Mirjeta lives in a small village in Librazhd suburbs. She enjoys learning new things. The opportunities available in her local area are a few, but her friend - the book - enables her to 'see' the world.
The 17-year-old girl is in the second year of high school and is engaged in IMPACT groups. She says that reading has helped her to “understand and explore life better”, beyond what she already knew.
The school library is the only opportunity for Mirjeta and her peers, as it is a space they can spend time after school hours, dream about the future, learn new things, and discuss different topics related to the school and the community. However, despite her passion for reading and knowledge, finding the next favourite book had not always been possible for her and other students.
The number of books available in the library was limited and the amenities were not suitable. This prompted the students to bring serious change to their school and the local community.
Mirjeta and her school were aware of the mini-grants offered by World Vision in support of youth ideas and initiatives to improve the social life in their local communities. With the help of the school principal and parent board, the 17-year-old girl and other students applied to get the support.
World Vision Albania responded positively to their initiative and equipped the library with 78 new books. The library facility was refreshed as well and was furnished with chairs, shelves, and tables.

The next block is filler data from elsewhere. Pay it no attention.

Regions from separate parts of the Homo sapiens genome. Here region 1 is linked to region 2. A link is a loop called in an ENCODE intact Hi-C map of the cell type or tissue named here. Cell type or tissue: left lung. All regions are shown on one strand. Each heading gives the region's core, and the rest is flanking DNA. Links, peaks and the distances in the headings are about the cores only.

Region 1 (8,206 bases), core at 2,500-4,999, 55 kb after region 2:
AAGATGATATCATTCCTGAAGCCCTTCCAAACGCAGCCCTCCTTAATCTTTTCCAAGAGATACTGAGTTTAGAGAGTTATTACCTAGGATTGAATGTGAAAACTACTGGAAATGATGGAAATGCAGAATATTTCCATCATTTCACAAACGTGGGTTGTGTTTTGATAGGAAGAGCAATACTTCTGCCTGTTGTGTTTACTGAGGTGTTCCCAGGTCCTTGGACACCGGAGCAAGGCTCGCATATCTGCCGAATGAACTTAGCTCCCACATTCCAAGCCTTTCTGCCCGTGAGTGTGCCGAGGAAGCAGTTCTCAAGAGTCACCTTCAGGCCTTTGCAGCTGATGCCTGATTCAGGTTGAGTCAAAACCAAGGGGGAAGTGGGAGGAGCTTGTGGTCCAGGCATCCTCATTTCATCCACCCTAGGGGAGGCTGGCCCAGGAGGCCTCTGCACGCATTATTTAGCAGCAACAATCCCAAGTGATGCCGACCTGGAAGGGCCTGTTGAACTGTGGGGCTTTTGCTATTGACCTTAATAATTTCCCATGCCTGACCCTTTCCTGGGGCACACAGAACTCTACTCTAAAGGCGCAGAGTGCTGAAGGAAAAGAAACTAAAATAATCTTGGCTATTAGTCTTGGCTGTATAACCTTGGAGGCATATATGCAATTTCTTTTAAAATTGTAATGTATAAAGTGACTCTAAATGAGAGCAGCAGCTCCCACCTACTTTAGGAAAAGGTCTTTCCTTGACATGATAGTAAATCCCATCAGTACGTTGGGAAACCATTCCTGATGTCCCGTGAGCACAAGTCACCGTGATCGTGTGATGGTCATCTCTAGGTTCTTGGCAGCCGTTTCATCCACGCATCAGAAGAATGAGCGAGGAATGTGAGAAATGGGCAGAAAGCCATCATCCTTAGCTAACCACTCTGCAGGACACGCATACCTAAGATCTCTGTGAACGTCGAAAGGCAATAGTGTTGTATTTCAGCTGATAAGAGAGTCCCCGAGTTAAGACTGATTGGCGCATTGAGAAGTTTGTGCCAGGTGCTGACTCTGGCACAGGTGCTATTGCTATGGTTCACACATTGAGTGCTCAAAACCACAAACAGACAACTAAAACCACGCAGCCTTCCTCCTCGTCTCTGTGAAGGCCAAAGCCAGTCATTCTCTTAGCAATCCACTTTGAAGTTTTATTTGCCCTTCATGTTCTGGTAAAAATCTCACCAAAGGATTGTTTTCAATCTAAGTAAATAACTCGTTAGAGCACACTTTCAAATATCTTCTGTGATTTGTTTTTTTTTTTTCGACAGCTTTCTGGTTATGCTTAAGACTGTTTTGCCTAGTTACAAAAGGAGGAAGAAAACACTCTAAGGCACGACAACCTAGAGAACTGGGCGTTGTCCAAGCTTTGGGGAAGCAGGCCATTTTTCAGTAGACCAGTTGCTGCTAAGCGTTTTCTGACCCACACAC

Since July 2021 the library looks different. It is more colorful and enjoyable. The shelves are full and the chairs never empty. Mirjeta, Martina, Regio, Noel, and Blerta are sitting at the first table to the right. It is quiet everywhere. The only sound is the soft turning of the book pages they are reading.
“This was an essential investment to our school. I spend my free time reading. We did not have as many books as we do now and we were unable to find the books we needed. Now, our library has both academic books, as well as other books we can read at home in our free time. The library is also open to other community members,” says Mirjeta.
“Reading a book is always more valuable than scrolling on social media. I would suggest to my peers to spend their time more efficiently,” she continues.
Alma, the literature teacher, says that prior to the investment, the number of students who visited the library was small due to the lack of books for different age groups. According to her, the number of students interested in reading and visiting the library has regularly increased. Through their passion and own initiatives, in collaboration with school teachers and World Vision, Mirjeta and her peers are also enhancing the social and cultural life of their community. The library renovation has also brought more parents closer to the books.
“We are a Community-Center school and the teacher-student-parent trinomial has enabled our school to be welcoming to the community, too. The library has attracted several parents to the school, who read the available books,” says Ms. Alma, Mirjeta's teacher.
The new library hall also facilitates student and teacher meetings where they discuss school activities and initiatives.